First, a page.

Today Ginza is the center of fashion and luxury brands in Japan, but its origin is quite humble and its fame grew over the centuries.
有楽町Yūraku-chō 新橋Shinbashi Yūraku-chō The area called Yūraku-chō lies in an area that used be a fortified island between the inner and outer moats of Edo Castle. In fact, the elevated train tracks supported by red brick foundations are built on the reclaimed outer moat of Edo Castle. The palaces of the daimyō most closely aligned […]
Almost at the end of our loop around Tōkyō so it’s about time we get to Tōkyō Station.
Ōme was far from Edo but today it is one of the most beautiful areas of the Greater Tōkyō Metropolitan Area. It also has a connection to a legendary Kantō samurai hero.
内幸町Uchisaiwai-chō (Inner Happy Town; as in the inner part of Happy Town, not inner happiness) Quick Etymology Uchisaiwachō derives from Edo Castle’s 幸橋 Saiwai-bashi Saiwai Bridge, which was protected by a fortified gate. 内 uchi means inside. Therefore, Uchisaiwai-chō means “town inside Saiwai Gate.” The meaning was lost when the gate and bridge were torn […]
At the very end of the Marunouchi Line in Suginami Ward lies an area called Ogikubo. The name, “grassy basin” seems straight forward enough, but might there be a Buddhist connection as well?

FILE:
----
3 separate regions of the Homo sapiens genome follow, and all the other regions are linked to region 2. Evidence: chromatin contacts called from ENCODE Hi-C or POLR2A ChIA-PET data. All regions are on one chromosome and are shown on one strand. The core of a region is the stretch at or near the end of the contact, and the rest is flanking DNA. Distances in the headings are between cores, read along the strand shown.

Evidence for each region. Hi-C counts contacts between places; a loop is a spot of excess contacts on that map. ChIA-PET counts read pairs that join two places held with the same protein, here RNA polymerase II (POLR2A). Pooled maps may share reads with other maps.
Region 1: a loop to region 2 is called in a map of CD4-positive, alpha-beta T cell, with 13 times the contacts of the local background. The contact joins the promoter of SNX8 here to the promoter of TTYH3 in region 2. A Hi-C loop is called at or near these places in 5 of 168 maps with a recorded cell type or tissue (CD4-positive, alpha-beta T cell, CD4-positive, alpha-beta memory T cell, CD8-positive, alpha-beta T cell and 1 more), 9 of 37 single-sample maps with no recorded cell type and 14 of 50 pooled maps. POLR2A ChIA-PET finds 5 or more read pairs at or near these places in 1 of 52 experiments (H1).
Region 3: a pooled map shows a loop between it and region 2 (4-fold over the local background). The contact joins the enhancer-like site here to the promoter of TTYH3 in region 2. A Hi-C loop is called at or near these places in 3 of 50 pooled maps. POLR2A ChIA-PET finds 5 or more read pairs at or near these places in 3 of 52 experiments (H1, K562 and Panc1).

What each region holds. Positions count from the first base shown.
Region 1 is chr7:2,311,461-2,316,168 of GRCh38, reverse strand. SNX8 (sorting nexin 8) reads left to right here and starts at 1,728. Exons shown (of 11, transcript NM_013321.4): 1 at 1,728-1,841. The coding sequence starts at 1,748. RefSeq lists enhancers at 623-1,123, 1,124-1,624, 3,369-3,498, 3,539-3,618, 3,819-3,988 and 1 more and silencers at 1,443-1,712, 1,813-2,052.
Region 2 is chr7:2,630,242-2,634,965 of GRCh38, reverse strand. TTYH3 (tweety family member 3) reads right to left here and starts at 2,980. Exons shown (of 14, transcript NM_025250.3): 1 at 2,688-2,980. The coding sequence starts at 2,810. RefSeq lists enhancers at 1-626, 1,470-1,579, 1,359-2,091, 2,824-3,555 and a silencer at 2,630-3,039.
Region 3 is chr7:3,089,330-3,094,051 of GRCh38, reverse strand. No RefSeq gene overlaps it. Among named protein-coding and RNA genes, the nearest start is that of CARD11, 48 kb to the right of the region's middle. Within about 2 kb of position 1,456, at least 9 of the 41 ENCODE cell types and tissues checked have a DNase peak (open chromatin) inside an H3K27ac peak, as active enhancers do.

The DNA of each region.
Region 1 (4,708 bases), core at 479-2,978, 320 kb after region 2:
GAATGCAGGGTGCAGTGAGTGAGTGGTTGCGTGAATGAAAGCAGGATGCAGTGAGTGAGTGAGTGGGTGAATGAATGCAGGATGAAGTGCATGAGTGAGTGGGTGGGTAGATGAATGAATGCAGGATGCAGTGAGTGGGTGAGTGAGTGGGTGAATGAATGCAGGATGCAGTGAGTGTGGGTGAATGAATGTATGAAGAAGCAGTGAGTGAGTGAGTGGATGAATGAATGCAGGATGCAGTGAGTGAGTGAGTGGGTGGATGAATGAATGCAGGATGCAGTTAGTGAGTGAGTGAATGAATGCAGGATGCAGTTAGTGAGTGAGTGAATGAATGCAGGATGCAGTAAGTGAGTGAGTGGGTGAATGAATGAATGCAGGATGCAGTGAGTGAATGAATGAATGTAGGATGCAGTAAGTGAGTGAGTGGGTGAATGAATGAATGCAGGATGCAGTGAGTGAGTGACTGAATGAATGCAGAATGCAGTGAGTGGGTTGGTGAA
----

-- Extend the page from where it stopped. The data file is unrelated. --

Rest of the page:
Formerly part of the outer enclosure of Edo Castle and now a shopping district next to Ginza, Yurakucho is strange name with an elusive past.
It’s the last day of GW!
If you’re curious about what happened to real estate in the early Meiji years, I’ve got some pretty amazing pictures for you in this one. Today’s topic is Marunouchi and the so-called Daimyo Alley, the high-walled, moated, garden filled area of upper residences of the most elite daimyo. Today the area is filled with the skyscrapers of some of Japan’s wealthiest and most powerful companies.
Oh and just a heads up, this is good week for JapanThis. We’re finally at 100 members on Facebook. This week’s topics are Marunouchi, Shiodome, Shakujii, Nerima and a quick book review.
Today’s place name is Kyobashi. It means “bridge to the capital.” Was that Edo or Kyoto? More importantly, this bridge is a testament to Japanese engineering. It’s final incarnation was completed one year before the Great Kanto Earthquake leveled Tokyo in 1923 but the bridge survived. It also survived WWII. But it didn’t survive modern progress in Tokyo…. Let’s learn more!